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The Flock (2022)

Updated: Aug 12, 2022

Be Wary the Peace Loving Nevada Cults

Score 6/10 - Standard Faire

Posted by Samuel Glass | May 2nd, 2022

Written, directed and edited by Dillon Brown, The Flock is a found-footage demonic horror thriller shot throughout various locations in Nevada. It has the heart and the intent, but unfortunately it doesn’t have the budget or resources needed to tackle storytelling that gets this ambitious. But it didn’t keep Brown and his cast and crew from reaching for their goals anyway, and my score reflects the kudos I give them for that.

The story is told like chapters unfolding in a novel, though the pages are all video clips instead. As described in the prologue of various clips, “The Flock” is a Nevada-based cult who seem all “peace and love” on the outside, but in the background, a nefarious agenda is being expedited. Children are disappearing in the attempt to raise the demon Moloch, who can only be summoned by child sacrifices. In the first part, the lone survivor of a massacre involving his group of friends is kidnapped by two Satanists. Rather than join The Flock, they intend to find the cult’s leader, Crow, and have him intervene with the demon to spare them, once the apocalypse begins as prophesized with his arrival on Earth.

The second part is about a paramilitary squad of literal “soldiers of Christ”, armed with “holy” armaments, (sorry, no Grenades of Antioch here, though). Their main objective is to save the kids and wipe out the cult. One soldier in particular has a personal axe to grind, since his son was one of the youngsters taken. The third and fourth parts document what happens when the Satanists and their captive, Crow and The Flock and the militia group all finally intersect, unleashing Hell in every sense of the word. All found-footage films, good, bad or somewhere in between, take their cues from the movie considered to be the ”granddaddy” of the genre, The Blair Witch Project, and The Flock is certainly no exception.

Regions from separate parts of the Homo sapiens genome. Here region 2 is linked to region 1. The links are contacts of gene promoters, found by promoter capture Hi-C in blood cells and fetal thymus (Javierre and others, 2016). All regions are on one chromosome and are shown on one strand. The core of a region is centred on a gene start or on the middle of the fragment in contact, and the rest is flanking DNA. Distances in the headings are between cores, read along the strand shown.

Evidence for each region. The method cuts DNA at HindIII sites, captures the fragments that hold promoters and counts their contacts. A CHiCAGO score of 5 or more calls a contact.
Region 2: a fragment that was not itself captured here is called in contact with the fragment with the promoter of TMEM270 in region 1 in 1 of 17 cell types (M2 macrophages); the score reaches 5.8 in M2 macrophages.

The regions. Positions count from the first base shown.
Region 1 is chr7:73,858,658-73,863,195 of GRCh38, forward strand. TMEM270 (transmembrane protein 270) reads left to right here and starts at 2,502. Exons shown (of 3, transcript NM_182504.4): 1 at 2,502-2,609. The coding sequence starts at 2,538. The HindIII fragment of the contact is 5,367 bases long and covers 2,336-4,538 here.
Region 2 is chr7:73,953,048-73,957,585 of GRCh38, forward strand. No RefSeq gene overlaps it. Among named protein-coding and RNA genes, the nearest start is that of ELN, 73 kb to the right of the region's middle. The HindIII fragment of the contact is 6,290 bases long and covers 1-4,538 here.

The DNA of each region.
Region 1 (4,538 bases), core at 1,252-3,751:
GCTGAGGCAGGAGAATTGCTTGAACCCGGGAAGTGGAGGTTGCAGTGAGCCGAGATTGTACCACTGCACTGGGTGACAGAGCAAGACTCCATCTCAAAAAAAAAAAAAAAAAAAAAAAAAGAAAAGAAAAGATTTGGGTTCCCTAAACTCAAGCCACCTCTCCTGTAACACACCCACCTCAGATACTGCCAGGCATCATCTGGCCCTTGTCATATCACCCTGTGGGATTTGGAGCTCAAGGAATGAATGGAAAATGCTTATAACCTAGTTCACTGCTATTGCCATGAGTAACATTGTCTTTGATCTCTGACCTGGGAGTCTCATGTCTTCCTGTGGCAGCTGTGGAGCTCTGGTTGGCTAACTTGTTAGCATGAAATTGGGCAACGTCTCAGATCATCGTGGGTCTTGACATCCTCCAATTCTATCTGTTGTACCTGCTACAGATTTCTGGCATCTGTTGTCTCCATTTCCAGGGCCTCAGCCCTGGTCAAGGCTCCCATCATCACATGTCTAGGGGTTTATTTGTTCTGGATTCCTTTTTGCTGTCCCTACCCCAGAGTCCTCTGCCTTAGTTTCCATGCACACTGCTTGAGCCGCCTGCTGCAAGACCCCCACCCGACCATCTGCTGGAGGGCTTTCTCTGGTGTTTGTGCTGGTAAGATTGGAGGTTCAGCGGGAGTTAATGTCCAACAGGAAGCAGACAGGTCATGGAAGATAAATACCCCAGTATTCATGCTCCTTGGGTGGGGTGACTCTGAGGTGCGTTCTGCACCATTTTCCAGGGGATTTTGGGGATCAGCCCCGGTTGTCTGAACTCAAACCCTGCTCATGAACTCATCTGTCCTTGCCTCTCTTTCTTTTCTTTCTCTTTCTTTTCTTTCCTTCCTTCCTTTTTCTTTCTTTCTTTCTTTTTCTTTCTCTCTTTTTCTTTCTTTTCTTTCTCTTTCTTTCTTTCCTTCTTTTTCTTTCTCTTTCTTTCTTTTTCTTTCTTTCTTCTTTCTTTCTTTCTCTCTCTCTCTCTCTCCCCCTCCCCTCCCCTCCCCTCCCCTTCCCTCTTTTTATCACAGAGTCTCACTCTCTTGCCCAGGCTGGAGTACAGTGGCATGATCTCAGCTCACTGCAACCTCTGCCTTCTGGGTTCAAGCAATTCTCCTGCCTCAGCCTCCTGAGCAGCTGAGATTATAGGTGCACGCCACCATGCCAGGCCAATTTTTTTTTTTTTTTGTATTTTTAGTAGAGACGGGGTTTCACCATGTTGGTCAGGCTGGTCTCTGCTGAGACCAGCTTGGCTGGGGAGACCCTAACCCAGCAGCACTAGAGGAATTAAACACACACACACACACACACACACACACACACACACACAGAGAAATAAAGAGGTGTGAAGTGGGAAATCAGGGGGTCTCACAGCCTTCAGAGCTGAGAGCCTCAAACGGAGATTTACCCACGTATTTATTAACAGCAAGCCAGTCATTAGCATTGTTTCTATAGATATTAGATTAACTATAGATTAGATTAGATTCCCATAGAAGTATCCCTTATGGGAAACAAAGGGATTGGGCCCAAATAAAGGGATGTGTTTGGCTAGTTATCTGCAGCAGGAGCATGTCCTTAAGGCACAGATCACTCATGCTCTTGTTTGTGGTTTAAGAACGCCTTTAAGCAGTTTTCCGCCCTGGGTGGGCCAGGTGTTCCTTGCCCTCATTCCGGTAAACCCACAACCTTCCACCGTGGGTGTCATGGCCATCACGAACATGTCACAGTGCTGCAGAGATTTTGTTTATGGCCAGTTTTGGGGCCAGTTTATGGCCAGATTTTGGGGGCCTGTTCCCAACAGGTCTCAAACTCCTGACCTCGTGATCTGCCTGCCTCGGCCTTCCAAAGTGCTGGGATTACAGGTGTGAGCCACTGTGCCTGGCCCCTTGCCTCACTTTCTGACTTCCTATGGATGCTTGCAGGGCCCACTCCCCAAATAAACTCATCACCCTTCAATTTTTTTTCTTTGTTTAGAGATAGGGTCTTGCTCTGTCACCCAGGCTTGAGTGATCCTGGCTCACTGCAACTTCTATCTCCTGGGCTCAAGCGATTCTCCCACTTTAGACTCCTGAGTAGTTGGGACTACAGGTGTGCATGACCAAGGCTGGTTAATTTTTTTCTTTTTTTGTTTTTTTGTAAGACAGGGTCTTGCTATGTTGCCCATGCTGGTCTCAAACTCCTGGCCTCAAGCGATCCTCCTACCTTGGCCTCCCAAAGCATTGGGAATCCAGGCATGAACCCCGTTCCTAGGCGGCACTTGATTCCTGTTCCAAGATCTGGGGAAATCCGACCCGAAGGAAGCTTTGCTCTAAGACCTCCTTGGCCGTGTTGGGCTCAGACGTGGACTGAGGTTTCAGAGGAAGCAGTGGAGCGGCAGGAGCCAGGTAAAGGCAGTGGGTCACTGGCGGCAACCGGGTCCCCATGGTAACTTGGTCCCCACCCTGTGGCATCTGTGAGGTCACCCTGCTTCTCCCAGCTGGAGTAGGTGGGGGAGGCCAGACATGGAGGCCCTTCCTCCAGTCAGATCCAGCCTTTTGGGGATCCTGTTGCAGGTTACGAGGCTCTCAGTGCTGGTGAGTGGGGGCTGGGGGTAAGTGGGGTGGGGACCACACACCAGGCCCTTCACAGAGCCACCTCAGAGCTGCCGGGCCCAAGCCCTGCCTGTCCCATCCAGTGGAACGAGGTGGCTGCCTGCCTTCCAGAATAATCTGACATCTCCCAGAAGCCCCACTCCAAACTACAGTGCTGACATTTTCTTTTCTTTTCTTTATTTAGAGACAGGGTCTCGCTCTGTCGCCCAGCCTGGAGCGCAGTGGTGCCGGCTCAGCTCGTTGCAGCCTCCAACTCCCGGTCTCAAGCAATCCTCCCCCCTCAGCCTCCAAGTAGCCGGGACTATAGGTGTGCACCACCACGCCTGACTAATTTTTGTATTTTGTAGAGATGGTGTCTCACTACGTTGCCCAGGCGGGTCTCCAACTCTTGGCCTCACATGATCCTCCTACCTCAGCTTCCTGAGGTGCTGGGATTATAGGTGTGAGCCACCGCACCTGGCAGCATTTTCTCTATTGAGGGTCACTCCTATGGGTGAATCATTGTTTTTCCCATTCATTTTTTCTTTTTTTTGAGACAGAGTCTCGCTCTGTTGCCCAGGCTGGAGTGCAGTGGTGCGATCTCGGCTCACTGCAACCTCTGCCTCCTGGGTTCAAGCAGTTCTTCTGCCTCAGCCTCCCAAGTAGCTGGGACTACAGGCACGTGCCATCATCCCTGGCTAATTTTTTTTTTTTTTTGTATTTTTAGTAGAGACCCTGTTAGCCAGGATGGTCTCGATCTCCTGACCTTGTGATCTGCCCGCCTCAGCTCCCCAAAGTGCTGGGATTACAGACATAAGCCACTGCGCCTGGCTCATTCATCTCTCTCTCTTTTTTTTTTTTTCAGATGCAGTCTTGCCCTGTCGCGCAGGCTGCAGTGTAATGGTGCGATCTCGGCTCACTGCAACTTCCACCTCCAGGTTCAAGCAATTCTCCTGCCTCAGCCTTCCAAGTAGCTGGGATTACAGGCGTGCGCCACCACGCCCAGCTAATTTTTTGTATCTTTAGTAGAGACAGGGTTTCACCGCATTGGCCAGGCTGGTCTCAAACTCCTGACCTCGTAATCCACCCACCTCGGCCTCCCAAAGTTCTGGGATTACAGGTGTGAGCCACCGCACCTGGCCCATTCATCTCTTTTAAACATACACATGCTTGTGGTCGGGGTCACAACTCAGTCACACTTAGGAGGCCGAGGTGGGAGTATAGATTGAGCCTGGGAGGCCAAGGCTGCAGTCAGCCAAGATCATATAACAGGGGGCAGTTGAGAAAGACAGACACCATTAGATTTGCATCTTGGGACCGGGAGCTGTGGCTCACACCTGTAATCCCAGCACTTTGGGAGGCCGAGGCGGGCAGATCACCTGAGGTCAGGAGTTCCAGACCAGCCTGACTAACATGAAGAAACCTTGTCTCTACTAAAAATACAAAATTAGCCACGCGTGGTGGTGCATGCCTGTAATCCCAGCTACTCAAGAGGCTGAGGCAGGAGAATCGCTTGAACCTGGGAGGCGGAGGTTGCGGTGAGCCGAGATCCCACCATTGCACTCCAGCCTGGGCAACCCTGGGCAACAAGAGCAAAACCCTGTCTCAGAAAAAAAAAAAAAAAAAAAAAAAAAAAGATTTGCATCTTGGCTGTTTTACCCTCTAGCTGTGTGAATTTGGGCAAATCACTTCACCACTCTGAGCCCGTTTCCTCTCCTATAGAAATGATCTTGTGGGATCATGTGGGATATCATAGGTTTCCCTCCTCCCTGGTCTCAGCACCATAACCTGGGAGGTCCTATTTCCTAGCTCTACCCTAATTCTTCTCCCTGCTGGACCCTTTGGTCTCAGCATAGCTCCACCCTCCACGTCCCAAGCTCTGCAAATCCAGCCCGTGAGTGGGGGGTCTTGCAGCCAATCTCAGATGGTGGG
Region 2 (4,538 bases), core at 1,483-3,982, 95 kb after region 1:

From the performances of the actors that range from good to “silence-is-golden”-worthy, to the utilization of some really great locations that provide an unsettling level of authenticity, Brown and company nailed the similarities in that sense. The main place where the movie suffers is in the visual effects and practical makeup department. The Moloch mask and getup is really impressive, but the climax includes one of the most “bloodless” bloodbaths I’ve ever seen. The CG bullet flares and tracers can be forgiven – it’s a cost-friendly resource that every film is using now. But gorehounds looking for “carnage candy” are bound to be disappointed at the marked lack of the red stuff, which should have been dripping from the walls of The Flock’s sanctuary, considering the mayhem that commences.

The main place where the movie suffers is in the visual effects and practical makeup department.

Cinematography is spot-on for the genre as well, though there may have been one or two too many “video glitches” added along the way, to try to impart more of that “you-are-there” feel. The twist at the end (wait for it!) involving Crow was clever, as what it has to say about “true believers” vs. posers, and how social media hides or reveals either. But it's not enough to make the aforementioned problems forgettable.

There’s a lot here that echoes the plot of Neill Blomkamp’s Demonic, but sans the VR aspect of that story. This movie is a strong indicator that Brown knows what he’s doing, and I most definitely look forward to seeing what he’s capable of with a more ample budget and a seasoned cast.

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